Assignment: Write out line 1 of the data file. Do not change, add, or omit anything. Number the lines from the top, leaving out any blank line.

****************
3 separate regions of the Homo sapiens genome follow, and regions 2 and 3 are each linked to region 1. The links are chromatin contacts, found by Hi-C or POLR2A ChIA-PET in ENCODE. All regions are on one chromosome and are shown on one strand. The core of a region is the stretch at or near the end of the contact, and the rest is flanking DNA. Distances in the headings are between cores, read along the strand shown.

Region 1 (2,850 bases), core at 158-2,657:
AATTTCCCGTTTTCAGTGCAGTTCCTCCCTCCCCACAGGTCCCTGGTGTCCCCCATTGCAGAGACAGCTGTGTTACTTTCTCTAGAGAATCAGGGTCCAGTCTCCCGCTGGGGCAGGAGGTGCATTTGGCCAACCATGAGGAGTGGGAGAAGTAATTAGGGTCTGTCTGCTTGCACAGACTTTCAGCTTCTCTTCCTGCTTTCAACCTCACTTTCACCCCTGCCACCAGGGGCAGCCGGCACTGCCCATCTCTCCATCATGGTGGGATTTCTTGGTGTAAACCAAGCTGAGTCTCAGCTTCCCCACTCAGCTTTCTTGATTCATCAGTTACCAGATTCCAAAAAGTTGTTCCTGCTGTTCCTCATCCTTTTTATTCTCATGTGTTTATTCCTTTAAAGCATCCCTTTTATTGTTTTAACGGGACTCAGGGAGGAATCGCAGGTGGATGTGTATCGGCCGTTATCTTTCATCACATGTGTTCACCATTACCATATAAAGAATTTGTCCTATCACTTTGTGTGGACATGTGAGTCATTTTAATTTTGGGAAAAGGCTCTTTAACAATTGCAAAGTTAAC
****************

3 separate regions of the Homo sapiens genome follow, and regions 2 and 3 are each linked to region 1. The links are chromatin contacts, found by Hi-C or POLR2A ChIA-PET in ENCODE. All regions are on one chromosome and are shown on one strand. The core of a region is the stretch at or near the end of the contact, and the rest is flanking DNA. Distances in the headings are between cores, read along the strand shown.